Also, in order to get straight boards, did you purchase them from a lumber yard, or were you able to buy them at a Home Depot-ish place?

    Thanks for your help!

  • Reply To This Comment ↓
    November 30, 2015 at 2:31 pm

    Any issues with sticking veneer to the end grain? Thanks.

  • Reply To This Comment ↓
    December 7, 2015 at 1:32 pm

    Can you share the link for wood veneer? I’m having a really difficult time finding it.

  • Reply To This Comment ↓
    February 5, 2016 at 9:04 am

    I am looking to make this mantle this weekend, but I can’t find the DIY button to find out how you mounted it to the 2×4 posts. Any suggestions?

    Thank you! 🙂 The design you did on that whole house is pretty much what I am doing in my own home. Love your page! 🙂

  • Reply To This Comment ↓
    February 17, 2016 at 1:55 pm

    Hi! I am in process of making this but have not been able to find the wood veneer any where. Do you mind sharing where you purchased? Thanks!

  • Reply To This Comment ↓
    March 18, 2016 at 2:56 pm

    Can you share with me the paint colours for both the fireplace and the shelving/walls beside?? I love the combination!! Thanks!

  • Reply To This Comment ↓
    June 3, 2016 at 2:50 pm

    Hi- LOVE the mantle. Will attempt it.- question for you- i don’t see nail holes or screws on the front side of mantle.. did you fill with wood putty and stain? thanks!

  • Reply To This Comment ↓
    October 22, 2017 at 9:35 am

    Not exactly sure how this came to $24… once you find this magical wood veneer from an obscure online retailer, you’re over $50-60.

  • Reply To This Comment ↓
    October 26, 2017 at 11:32 am

    This is beautiful! I’d like to do this to my fireplace but have a question. My current one isn’t brick but is drywall and the current “lip” that sticks out is falling apart because of heat. I wish I could attach a picture to explain this a little better….Anyways, do I need to cover this with something that is heat resistant? Is there any concern about the wood getting overly heated and catching on fire? Thanks so much!! Beautiful fireplace!

    • Reply To This Comment ↓
      November 2, 2017 at 9:37 am

      A mantel on the outside of your fireplace shouldn’t get enough heat to be a concern. If your fireplace is drywall, the I’m assuming that you have an enclosed fireplace? (i.e., a gas insert with a glass cover over the front) If you find that the mantel area is getting so hot to cause concern or damage, then that means you have some serious structural issues with your fireplace that need to be looked at before using it.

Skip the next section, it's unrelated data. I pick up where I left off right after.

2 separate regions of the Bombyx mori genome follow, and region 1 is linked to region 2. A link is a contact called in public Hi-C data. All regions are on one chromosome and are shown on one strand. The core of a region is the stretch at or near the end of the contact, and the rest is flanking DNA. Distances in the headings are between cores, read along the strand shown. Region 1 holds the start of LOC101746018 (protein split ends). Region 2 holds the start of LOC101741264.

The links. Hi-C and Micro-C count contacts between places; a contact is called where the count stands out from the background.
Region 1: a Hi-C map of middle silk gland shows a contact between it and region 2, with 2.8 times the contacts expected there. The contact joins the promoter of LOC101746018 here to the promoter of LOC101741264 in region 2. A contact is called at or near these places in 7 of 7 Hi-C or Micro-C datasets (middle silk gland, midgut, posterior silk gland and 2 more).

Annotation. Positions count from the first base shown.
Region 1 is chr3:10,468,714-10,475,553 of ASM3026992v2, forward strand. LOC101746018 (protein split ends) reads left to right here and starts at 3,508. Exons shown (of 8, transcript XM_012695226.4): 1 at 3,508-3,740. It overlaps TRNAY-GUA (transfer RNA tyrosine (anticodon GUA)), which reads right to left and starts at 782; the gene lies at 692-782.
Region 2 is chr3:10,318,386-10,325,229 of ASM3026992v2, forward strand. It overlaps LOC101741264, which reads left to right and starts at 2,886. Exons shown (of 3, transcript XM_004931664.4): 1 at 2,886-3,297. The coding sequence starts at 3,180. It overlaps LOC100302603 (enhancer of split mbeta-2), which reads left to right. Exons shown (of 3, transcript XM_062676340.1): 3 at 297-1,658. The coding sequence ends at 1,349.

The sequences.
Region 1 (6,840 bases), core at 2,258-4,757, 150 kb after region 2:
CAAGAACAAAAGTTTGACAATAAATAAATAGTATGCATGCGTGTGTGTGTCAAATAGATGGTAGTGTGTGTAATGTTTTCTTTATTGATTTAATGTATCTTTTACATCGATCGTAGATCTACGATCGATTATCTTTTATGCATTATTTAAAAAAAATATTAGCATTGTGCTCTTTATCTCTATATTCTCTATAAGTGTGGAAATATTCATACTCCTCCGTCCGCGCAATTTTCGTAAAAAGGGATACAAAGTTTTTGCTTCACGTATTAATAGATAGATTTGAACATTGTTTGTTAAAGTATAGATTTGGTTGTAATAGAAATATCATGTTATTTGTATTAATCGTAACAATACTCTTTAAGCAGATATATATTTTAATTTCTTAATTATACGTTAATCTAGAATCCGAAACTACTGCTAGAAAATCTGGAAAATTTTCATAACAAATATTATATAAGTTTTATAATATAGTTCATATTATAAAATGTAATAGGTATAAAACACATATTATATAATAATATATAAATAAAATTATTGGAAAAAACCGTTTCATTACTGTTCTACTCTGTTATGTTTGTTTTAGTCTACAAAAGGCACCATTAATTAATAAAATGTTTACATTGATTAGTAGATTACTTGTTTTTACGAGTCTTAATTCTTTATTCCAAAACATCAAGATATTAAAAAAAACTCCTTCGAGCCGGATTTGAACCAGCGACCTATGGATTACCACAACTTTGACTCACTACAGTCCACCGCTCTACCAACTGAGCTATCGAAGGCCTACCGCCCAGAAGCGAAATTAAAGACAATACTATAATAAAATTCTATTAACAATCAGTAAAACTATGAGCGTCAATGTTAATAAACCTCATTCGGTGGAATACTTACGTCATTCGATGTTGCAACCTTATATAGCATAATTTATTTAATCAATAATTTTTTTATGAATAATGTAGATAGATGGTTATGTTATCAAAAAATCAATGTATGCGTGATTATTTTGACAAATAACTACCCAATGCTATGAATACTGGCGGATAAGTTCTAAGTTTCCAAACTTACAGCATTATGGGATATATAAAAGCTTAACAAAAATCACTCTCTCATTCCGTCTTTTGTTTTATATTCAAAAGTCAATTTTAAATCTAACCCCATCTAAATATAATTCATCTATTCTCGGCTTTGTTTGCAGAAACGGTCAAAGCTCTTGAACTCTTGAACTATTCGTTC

• Reply To This Comment ↓
    November 26, 2017 at 6:45 pm

    Hi! What color stain did you use? It came out beautiful!

  • Reply To This Comment ↓
    December 18, 2017 at 10:22 am

    Just completed this project using 1×6 instead of 1×8. Looks great and Mrs is extremely happy. We used a 2:1 mix of minwax espresso and red mahoganystains to give nice warmth and depth to the wood. Had fun experimenting to find the right color for us.

  • Reply To This Comment ↓
    May 17, 2018 at 12:18 pm

    If you cut all edges on a 45* angle. You would not need any veneer. A much more professional look!!

    • Reply To This Comment ↓
      May 21, 2018 at 5:27 pm

      That is true, and very doable for anyone who has a table saw. I didn’t own a table saw when I made this, so that wasn’t an option for me.

  • Reply To This Comment ↓
    May 29, 2018 at 10:37 am

    Hi, I’m building the mantel today, so excited!!! Many of you have not been able to find veneer, I found some st a cabinet supply store, FYI! Thank you Kristi for the tutorial!

  • Reply To This Comment ↓
    james g pobog
    November 29, 2018 at 7:24 pm

    EXACTLY what I was looking for. Mounted mine with a French Cleat, easy peasy, and it lifts right off!

    Pine from Home Depot, found straight, but plenty of funky knots. Simply beat the wood like a rented mule. I’m also doing some contouring of the surfaces/edges with the aggressive use of a belt sander.

    Can’t wait to stain, going to try ‘differential’ staining. Dark down in the gouges, then several layers over with a charcoal gray weathered look stain.Couple simple corbels too.

    Bottom line, VERY EASY, low cost, PLENTY of room for imagination and customization. Highly recommended.

  • Reply To This Comment ↓
    September 12, 2021 at 8:04 pm

    What kind of wood did you use for mantle? Looks like pine? Was veneer also pine?

    • Reply To This Comment ↓
      Kristi Linauer
      September 12, 2021 at 9:16 pm

      Yes, it’s pine. Honestly, this was so long ago, and I was still learning so much about DIY, so I don’t know if I would have ever thought to specifically buy pine veneer. It was probably birch or something like that.